What is it about?

This article discusses the importance of advocacy in the field of psychology, specifically within the subfield of rehabilitation psychology. It acknowledges that psychology has faced criticism for its focus on individual responses to societal issues, including disabilities. Rehabilitation psychology has often followed this pattern by placing the emphasis on how individuals respond to disability rather than addressing broader systemic concerns. The article highlights the lack of formal training and guidance for rehabilitation psychologists in effectively advocating for their clients. The article mentions the original six Foundational Principles in rehabilitation psychology and proposes the adoption of advocacy as the seventh foundational principle. Instead of narrowly defining advocacy within individual contexts, the authors argue for a broader approach that involves working alongside the disability community and following the guidance of those with lived experiences, in order to avoid unintended consequences of well-intentioned advocacy efforts. Furthermore, the article explores various models of advocacy in the field of psychology, including those that are most relevant to rehabilitation psychology. It also emphasizes the importance of addressing current disability advocacy priorities at the individual, institutional, and discipline levels, including engaging with policymakers.

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Why is it important?

The importance of this article lies in its recognition of the significance of advocacy within the field of psychology, particularly in the context of rehabilitation psychology. By acknowledging the criticism that psychology tends to focus excessively on individual responses to complex societal issues, including disabilities, the article highlights the need for a more comprehensive and systemic approach. Rehabilitation psychology, which primarily deals with individuals with disabilities, often overlooks the larger structural and environmental factors that contribute to the experiences of disabled individuals. By emphasizing the importance of advocacy, the article encourages rehabilitation psychologists to shift their focus from solely the individual's response to disability to addressing the systemic and structural concerns that impact disabled individuals. Furthermore, the article points out the lack of formal training and guidance for rehabilitation psychologists in effectively advocating for their clients. This highlights the need for increased awareness, education, and support to equip professionals with the necessary skills to engage in meaningful advocacy efforts. The proposal to adopt advocacy as the seventh foundational principle of rehabilitation psychology signifies a call to action for the field to prioritize and integrate advocacy practices into its core values. This shift would broaden the understanding of advocacy beyond individual contexts and encourage collaboration with the disability community, centering the experiences and perspectives of those directly affected by disability. Overall, the article serves as a reminder of the importance of advocacy in rehabilitation psychology and the potential impact it can have in promoting systemic change, addressing disparities, and improving the lives of individuals with disabilities.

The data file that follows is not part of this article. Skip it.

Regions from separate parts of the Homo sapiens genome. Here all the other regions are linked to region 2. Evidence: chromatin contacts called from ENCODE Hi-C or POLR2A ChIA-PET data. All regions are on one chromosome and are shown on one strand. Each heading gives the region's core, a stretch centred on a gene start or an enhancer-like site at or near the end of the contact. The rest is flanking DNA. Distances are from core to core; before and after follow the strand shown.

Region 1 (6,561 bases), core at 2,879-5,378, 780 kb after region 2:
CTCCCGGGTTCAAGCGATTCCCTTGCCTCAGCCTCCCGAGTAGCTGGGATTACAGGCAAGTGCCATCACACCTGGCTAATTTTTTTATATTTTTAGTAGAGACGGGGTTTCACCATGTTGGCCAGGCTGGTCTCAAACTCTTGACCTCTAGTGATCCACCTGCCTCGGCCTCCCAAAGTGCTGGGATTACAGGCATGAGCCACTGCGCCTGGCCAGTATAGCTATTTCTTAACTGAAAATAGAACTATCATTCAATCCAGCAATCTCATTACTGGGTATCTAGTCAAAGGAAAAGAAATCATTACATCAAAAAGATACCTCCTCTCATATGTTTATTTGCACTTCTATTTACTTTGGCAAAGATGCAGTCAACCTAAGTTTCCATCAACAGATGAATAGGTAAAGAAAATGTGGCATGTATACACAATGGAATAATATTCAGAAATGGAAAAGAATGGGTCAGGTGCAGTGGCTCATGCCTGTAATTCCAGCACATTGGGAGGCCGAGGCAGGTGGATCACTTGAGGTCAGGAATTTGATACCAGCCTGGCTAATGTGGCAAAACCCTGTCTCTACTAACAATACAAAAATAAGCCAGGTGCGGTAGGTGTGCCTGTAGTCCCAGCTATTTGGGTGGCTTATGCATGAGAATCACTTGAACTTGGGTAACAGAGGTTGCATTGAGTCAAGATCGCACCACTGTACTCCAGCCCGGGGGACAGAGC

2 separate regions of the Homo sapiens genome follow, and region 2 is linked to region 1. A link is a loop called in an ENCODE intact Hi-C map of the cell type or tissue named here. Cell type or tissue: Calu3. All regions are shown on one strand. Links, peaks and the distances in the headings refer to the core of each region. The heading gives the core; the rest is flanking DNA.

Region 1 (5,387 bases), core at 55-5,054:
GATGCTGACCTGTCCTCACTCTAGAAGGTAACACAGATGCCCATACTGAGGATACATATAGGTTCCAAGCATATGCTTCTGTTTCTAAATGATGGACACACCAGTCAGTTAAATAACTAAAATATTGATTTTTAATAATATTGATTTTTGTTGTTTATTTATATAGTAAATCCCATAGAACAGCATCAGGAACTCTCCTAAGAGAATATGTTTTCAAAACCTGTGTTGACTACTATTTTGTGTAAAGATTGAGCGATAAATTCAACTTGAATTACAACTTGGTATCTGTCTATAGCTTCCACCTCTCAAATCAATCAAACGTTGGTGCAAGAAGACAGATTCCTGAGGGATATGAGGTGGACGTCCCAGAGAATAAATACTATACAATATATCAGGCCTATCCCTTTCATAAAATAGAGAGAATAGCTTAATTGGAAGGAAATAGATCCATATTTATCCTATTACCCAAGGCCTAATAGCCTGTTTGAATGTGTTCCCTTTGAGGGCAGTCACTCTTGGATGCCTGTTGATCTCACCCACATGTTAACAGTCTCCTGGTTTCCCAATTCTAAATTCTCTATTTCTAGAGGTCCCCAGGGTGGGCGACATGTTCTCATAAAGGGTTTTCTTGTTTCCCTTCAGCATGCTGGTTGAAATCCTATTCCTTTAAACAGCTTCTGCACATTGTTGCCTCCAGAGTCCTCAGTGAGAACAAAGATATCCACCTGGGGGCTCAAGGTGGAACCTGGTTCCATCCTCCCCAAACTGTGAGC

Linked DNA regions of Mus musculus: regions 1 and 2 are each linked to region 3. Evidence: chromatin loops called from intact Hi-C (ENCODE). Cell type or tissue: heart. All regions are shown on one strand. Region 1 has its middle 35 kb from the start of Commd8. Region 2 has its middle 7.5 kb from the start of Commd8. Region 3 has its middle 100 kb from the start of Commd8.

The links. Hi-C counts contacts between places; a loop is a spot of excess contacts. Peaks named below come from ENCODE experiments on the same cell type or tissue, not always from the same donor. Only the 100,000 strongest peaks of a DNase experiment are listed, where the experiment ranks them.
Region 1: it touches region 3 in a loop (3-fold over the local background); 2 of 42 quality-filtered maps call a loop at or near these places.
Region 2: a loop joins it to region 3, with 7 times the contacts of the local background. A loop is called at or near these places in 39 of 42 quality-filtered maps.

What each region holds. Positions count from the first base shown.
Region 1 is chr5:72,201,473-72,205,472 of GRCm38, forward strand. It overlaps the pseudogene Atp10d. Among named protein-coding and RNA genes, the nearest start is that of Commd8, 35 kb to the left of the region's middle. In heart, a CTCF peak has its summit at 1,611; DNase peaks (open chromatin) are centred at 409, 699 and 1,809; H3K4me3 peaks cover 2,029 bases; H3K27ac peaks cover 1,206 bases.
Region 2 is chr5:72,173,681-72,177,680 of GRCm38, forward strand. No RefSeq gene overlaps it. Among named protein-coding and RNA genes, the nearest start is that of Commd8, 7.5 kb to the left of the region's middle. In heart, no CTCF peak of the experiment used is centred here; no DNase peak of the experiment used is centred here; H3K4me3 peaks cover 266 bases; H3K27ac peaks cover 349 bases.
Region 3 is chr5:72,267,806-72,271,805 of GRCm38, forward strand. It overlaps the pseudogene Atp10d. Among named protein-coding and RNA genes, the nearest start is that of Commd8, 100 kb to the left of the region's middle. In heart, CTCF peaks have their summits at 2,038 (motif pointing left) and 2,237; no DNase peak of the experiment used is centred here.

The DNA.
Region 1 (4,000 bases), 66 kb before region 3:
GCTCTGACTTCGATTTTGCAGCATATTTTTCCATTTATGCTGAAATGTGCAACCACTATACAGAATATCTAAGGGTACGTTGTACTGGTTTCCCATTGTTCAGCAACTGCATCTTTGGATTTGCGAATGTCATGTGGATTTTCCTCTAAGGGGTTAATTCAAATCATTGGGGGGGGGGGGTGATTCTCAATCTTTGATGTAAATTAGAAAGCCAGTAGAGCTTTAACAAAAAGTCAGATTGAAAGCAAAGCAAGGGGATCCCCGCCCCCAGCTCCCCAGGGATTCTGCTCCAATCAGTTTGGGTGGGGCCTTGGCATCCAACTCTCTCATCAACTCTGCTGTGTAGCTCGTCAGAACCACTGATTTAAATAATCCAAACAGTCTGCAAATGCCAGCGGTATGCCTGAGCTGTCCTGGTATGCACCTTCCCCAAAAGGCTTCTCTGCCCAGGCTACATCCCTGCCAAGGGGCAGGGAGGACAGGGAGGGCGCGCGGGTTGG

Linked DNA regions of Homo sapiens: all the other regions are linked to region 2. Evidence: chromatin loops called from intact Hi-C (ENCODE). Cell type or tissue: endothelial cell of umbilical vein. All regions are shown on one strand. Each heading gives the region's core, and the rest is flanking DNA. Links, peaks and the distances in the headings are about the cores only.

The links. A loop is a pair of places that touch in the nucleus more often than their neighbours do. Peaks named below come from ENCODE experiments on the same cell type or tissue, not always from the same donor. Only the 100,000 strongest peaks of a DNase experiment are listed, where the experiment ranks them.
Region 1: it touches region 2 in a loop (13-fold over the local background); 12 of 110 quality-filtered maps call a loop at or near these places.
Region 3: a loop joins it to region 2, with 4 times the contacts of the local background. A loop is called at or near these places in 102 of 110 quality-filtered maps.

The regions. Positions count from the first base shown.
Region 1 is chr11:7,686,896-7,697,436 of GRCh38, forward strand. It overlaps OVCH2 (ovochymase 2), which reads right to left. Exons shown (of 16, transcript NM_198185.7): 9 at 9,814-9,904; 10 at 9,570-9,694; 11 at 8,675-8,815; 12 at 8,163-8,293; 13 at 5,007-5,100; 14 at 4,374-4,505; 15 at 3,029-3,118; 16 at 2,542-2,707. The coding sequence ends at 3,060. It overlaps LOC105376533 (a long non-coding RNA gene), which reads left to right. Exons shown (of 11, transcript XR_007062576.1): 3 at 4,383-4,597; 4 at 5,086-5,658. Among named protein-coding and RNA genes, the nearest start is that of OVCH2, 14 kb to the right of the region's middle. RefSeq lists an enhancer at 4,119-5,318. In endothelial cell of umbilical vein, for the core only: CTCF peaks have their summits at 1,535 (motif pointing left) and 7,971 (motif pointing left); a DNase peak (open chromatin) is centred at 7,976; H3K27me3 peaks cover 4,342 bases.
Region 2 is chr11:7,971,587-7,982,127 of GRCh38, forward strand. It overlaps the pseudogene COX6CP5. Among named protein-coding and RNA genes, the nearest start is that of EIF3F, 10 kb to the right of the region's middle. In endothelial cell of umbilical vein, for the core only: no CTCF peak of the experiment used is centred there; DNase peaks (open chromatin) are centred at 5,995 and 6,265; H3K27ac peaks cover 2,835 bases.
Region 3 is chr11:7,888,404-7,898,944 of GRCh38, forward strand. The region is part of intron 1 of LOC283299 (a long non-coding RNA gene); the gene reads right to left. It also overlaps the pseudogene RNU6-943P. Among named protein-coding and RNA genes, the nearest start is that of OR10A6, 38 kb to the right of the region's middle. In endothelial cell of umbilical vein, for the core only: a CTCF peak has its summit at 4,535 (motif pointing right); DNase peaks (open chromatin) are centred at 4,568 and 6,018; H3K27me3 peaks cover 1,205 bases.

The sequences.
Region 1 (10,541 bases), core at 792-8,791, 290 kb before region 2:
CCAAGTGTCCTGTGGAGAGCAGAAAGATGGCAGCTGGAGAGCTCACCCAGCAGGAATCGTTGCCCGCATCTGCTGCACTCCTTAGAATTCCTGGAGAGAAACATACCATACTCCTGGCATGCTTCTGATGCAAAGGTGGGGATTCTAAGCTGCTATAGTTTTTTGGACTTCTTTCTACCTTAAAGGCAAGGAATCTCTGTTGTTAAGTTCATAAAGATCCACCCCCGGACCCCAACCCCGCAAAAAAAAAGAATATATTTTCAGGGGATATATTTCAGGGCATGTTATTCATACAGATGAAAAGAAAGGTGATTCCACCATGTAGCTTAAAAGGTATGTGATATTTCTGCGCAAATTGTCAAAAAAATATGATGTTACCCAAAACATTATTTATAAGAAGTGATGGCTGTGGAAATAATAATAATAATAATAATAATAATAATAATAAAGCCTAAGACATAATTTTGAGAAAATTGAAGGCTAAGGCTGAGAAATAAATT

As a rehabilitation psychologist and disabled person myself, advocacy is especially important to me. My lived experience as a person with a disability includes encountering ableism so I know firsthand the ways in which attitudes can affect well-being

Erin Andrews
University of Texas at Austin

Read the Original

This page is a summary of: Advocacy: The seventh foundational principle and core competency of rehabilitation psychology., Rehabilitation Psychology, May 2023, American Psychological Association (APA), DOI: 10.1037/rep0000492.
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